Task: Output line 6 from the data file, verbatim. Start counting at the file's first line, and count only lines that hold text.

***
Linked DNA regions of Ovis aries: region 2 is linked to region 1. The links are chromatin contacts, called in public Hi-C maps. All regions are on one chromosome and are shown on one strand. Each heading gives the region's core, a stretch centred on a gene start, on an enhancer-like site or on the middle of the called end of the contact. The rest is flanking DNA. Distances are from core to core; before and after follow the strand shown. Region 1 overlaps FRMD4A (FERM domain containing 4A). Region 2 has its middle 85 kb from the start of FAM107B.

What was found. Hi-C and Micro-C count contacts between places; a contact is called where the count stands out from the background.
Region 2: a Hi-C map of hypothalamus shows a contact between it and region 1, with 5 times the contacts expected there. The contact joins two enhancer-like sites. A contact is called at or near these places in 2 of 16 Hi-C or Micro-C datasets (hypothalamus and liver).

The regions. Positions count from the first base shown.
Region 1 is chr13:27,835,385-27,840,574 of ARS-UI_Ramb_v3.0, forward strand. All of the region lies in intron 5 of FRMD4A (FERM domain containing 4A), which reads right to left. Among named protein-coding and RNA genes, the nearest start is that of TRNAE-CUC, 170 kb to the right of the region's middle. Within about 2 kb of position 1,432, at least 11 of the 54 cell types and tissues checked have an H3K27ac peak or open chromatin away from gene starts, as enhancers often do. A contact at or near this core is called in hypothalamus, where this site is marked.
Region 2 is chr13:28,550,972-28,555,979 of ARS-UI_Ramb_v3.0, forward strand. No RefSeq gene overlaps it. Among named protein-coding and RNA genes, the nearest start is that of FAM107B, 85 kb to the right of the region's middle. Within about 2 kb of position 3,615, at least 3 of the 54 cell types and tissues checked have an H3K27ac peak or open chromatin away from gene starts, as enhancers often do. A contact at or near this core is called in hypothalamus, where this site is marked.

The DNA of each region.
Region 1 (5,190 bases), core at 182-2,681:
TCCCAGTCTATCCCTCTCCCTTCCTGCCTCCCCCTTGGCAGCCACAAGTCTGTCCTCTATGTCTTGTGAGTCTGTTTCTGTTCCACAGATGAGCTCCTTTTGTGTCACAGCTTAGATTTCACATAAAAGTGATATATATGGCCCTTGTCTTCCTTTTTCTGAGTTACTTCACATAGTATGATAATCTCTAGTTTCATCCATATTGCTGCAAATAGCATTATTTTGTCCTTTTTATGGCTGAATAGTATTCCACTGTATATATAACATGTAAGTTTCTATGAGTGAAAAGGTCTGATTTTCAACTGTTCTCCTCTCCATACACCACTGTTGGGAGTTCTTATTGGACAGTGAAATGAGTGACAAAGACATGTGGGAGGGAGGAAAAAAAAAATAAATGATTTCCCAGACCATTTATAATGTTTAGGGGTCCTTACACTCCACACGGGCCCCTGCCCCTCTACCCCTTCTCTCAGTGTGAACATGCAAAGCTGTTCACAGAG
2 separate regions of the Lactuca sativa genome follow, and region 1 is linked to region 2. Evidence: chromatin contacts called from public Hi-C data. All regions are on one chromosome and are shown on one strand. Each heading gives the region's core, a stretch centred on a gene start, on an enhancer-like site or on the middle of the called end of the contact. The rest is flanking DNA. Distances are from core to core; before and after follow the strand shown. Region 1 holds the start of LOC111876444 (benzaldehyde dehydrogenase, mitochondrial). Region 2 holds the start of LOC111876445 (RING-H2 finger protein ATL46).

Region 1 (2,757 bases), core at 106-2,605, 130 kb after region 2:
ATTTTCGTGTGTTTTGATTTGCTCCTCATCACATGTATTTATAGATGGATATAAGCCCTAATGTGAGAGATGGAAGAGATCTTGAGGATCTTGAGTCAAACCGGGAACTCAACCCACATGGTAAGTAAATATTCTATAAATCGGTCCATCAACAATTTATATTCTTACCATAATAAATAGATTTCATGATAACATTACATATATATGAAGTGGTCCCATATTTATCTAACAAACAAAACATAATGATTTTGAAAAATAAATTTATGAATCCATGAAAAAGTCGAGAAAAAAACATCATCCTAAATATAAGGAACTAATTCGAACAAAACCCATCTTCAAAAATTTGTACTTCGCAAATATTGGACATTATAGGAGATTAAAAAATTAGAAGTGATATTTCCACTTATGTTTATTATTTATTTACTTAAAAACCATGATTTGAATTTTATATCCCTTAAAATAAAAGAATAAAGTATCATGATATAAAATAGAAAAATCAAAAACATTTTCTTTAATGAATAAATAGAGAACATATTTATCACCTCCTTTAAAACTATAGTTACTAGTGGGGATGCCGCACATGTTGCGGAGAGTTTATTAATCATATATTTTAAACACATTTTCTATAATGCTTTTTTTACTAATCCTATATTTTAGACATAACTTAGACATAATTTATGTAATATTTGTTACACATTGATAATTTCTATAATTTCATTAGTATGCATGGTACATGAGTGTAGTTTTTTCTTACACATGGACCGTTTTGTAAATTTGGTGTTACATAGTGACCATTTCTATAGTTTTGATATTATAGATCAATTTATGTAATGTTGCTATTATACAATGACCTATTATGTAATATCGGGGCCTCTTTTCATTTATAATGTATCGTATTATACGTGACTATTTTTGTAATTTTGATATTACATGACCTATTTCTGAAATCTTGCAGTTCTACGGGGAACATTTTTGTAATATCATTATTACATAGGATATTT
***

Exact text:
Region 2 is chr13:28,550,972-28,555,979 of ARS-UI_Ramb_v3.0, forward strand. No RefSeq gene overlaps it. Among named protein-coding and RNA genes, the nearest start is that of FAM107B, 85 kb to the right of the region's middle. Within about 2 kb of position 3,615, at least 3 of the 54 cell types and tissues checked have an H3K27ac peak or open chromatin away from gene starts, as enhancers often do. A contact at or near this core is called in hypothalamus, where this site is marked.